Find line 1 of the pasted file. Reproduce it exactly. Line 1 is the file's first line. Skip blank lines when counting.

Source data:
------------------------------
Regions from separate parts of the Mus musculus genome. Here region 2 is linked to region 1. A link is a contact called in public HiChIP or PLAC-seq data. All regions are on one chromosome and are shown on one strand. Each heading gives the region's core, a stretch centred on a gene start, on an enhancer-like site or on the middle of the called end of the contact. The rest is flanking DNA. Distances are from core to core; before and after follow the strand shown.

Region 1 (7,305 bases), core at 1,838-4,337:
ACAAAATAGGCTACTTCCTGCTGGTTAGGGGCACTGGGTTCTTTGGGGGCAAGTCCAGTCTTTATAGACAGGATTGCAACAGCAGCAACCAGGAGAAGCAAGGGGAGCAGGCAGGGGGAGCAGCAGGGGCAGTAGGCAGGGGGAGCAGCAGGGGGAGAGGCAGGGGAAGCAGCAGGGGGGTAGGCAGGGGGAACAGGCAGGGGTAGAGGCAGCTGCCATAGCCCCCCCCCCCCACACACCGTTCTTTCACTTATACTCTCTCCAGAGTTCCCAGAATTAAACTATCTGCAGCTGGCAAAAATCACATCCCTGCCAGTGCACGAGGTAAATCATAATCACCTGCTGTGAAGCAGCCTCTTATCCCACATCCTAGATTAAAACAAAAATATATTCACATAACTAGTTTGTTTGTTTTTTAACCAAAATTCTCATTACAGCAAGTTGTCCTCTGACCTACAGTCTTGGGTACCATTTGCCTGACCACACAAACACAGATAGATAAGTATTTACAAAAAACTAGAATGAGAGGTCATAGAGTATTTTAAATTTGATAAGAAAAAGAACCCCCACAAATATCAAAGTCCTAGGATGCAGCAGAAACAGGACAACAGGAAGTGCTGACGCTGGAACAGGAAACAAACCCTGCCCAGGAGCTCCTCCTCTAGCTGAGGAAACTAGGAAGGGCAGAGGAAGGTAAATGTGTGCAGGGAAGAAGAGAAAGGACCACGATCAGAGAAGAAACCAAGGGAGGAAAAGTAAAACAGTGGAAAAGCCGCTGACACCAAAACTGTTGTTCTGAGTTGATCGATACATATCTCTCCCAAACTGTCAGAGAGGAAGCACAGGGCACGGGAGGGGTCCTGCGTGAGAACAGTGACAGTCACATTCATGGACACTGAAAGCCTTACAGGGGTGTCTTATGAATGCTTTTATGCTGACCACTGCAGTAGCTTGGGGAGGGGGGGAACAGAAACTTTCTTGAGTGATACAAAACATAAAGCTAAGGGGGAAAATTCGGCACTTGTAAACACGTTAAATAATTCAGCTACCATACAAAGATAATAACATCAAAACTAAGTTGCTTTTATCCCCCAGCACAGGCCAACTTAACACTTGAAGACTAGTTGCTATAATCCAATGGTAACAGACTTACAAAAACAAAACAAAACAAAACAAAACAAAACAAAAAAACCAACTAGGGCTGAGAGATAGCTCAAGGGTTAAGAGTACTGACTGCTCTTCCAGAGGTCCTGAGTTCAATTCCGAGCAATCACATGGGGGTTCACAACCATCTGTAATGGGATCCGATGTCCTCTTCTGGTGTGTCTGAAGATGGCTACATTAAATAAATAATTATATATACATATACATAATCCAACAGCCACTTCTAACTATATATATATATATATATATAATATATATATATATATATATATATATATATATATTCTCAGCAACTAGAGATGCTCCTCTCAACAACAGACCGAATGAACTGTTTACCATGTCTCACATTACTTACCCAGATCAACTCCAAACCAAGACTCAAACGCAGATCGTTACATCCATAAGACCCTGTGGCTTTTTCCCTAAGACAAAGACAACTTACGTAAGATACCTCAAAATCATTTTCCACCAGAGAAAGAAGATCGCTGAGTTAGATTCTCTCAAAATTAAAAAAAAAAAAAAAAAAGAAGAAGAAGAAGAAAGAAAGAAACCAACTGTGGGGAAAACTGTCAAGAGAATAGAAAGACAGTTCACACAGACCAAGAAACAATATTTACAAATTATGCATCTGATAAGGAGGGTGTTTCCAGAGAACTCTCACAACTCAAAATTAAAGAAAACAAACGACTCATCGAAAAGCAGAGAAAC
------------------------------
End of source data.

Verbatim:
Regions from separate parts of the Mus musculus genome. Here region 2 is linked to region 1. A link is a contact called in public HiChIP or PLAC-seq data. All regions are on one chromosome and are shown on one strand. Each heading gives the region's core, a stretch centred on a gene start, on an enhancer-like site or on the middle of the called end of the contact. The rest is flanking DNA. Distances are from core to core; before and after follow the strand shown.